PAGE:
After the mass killing of children in Pakistan, students in India hold vigils or say prayers for the victims. Such cross-border empathy by children should not only change leaders in Pakistan and India but help global efforts against terrorism.
In opening official ties with Cuba, President Obama made sure to focus on the Cuban people more than the Castro regime. Globalization, such as the Internet, has empowered individuals, making governments less important to the forces of change.
Saudi Arabia's oil wealth gives it enormous influence in the world. Decisions made in Riyadh are felt from Moscow to North Dakota, Venezuela to Iran.
The Taliban massacre of school children, meant to avenge a military offensive, has stirred political leaders to unite. Perhaps this will lead to firm civilian control of the military and put an end to leniency toward all types of armed groups outside state authority.
Despite its many woes, the region of 350 million people has enough potent possibilities to call for an overarching vision. Any prophets, however, may not arise among current leaders, but rather among the people.
For the first time, all nations agree to take some action on global warming. While the deeds may be minimal and voluntary, the collective nature of the Lima Accord can help alleviate fears and lead to a treaty in 2015.
This week's round-up of commentaries covers Hosni Mubarak being released from prison, cheap oil's impact on Canada's economy, British members of Parliament banned from Hong Kong, clean development in Singapore, and the struggling Russian ruble's impact on Turkey.
Letters to the Editor for Dec. 15, 2014 weekly magazine:Mientus: A better approach to learning business leadership would be to have a Girl Scout troop sell cookies together.Soule: The photographs were especially effective and moving.Miller: Technology manufacturers overlook the needs of older people.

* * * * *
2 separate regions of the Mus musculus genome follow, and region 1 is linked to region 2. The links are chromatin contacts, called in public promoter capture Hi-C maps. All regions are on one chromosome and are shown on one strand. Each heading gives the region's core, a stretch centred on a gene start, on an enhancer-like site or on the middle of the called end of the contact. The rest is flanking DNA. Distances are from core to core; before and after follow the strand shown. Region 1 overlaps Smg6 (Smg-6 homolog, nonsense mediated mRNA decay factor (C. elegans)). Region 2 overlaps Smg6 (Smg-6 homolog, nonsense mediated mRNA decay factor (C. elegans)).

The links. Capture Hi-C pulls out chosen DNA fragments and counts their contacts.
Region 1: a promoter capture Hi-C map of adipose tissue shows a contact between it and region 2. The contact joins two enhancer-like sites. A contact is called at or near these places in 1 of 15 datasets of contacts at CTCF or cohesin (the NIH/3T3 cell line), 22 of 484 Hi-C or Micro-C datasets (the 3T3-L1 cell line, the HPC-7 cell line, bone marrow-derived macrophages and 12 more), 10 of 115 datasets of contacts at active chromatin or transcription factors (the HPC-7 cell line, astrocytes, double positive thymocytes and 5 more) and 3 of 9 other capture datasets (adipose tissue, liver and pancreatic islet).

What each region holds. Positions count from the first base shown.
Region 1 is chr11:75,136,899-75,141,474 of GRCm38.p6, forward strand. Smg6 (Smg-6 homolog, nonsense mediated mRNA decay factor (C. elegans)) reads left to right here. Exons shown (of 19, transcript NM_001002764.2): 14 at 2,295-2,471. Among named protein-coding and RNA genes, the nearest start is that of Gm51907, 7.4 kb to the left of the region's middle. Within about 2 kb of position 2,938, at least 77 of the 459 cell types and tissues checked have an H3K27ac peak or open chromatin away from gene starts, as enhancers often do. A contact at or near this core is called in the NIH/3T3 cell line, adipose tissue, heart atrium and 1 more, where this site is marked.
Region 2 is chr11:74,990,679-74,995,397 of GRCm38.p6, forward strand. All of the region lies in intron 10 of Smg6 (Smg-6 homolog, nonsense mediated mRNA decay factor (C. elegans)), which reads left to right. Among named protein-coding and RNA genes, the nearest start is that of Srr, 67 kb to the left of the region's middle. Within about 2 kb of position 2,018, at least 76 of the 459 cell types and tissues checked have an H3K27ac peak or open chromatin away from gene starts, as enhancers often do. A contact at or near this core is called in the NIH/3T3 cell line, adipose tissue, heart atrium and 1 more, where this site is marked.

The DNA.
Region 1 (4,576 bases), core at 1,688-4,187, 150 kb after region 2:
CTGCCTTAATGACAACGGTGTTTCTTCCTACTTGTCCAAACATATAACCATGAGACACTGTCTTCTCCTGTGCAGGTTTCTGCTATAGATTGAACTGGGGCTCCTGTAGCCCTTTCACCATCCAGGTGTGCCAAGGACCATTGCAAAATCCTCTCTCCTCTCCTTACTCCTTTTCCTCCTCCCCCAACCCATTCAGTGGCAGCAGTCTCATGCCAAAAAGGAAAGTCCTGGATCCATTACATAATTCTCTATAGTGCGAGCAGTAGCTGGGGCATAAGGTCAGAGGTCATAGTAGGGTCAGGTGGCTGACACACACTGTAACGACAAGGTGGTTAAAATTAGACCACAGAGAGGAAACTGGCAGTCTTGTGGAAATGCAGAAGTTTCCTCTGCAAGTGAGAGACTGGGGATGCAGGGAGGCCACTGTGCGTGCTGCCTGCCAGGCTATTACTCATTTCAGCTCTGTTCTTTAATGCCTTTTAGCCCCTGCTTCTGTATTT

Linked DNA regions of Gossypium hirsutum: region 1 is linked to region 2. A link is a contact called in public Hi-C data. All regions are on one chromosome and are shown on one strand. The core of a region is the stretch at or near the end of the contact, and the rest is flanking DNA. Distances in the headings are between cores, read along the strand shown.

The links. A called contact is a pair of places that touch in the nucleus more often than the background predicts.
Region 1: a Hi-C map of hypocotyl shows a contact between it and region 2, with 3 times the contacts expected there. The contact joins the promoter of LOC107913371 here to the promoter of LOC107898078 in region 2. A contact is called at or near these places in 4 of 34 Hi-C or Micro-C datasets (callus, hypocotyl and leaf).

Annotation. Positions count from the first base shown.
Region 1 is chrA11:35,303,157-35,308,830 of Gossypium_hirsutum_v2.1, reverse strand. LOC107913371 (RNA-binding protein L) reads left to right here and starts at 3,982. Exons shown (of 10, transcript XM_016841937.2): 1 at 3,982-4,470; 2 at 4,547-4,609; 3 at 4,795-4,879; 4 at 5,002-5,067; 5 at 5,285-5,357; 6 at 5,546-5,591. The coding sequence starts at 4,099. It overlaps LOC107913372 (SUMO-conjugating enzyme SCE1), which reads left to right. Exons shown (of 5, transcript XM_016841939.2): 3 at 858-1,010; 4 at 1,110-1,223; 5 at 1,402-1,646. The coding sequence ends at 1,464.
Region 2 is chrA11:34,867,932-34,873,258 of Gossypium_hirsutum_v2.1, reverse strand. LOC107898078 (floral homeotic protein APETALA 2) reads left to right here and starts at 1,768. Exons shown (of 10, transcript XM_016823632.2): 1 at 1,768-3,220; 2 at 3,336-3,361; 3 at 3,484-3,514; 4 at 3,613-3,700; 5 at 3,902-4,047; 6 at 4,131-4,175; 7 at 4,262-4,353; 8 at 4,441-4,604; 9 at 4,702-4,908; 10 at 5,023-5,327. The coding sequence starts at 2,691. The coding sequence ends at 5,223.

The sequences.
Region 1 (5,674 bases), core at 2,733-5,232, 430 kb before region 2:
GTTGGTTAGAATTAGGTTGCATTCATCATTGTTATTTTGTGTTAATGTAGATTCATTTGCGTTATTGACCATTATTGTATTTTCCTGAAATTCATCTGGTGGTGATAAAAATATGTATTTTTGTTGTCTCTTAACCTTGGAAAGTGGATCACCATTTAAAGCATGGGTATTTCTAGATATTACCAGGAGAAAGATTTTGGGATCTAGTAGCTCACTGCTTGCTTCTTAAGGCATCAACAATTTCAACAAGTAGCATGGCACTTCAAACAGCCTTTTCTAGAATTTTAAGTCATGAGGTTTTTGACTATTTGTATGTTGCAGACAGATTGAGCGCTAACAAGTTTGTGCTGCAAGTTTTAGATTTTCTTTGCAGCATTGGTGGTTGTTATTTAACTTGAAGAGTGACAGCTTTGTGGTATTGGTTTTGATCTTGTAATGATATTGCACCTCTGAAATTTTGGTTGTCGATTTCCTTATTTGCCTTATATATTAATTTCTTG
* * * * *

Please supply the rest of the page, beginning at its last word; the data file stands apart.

After years in prison for his convictions, Liu Xiaobo sends a message that he has 'no personal enemies.' Like other famed dissidents in history, he may find strength in embracing his persecutors.
The Senate Intelligence Committee report on CIA interrogations of terrorism suspects should serve as a springboard for a global effort to enforce the rules of war.
Today's wars are setting near records in refugees, need for aid money – and aid workers killed. Bringing peace requires more than arms or diplomacy. It needs more compassion toward the displaced.
Iran's president calls an end to the consolidation of power, which may be a challenge to rule by ayatollah. His words reflect a need to balance power in government based on the equality and dignity of each citizen.
The pleasures of dinner can be quickly spoiled when you consider where it came from. But that consideration is behind the ethical food movement.
Calls for reform of police after the killing of blacks in the US must include more ways to build trust and inclusiveness in cities. Worldwide, as more people live in cities, urban life needs constant work toward mutual dependence.
Letters to the Editor for Dec. 8, 2014 weekly magazine:Alexander and Ellis: Earmarks aren’t a silver-bullet solution to gridlock, and they wouldn’t alleviate the stark ideological divisions in Congress.
As its oil revenue drops and Western sanctions over Ukraine take hold, Russia seeks to cut its economic dependence. Yet the history of prosperity shows the need for nations to share in mutual dependence.
This week's round-up of commentaries covers the constant cycle of violence between Israel and Palestine, protecting workers from long hours in Japan, the rise of cell phones in Bangledesh, Kenya coming together after terrorist attacks, and the need for cultural change after politician says he is gay.
Despite a proliferation of casinos and lotteries, fewer Americans are playing, especially those under 30. Now is a good time to question government backing of an industry that targets youths.
A global report on foreign corruption reveals a high rate of self-reporting by companies that paid bribes, a sign of the momentum to curb graft in both business and government.
As oil prices fall and OPEC tries to influence markets, the world again faces uncertainty in energy costs. Yet after decades of price fluctuations, this may have an upside.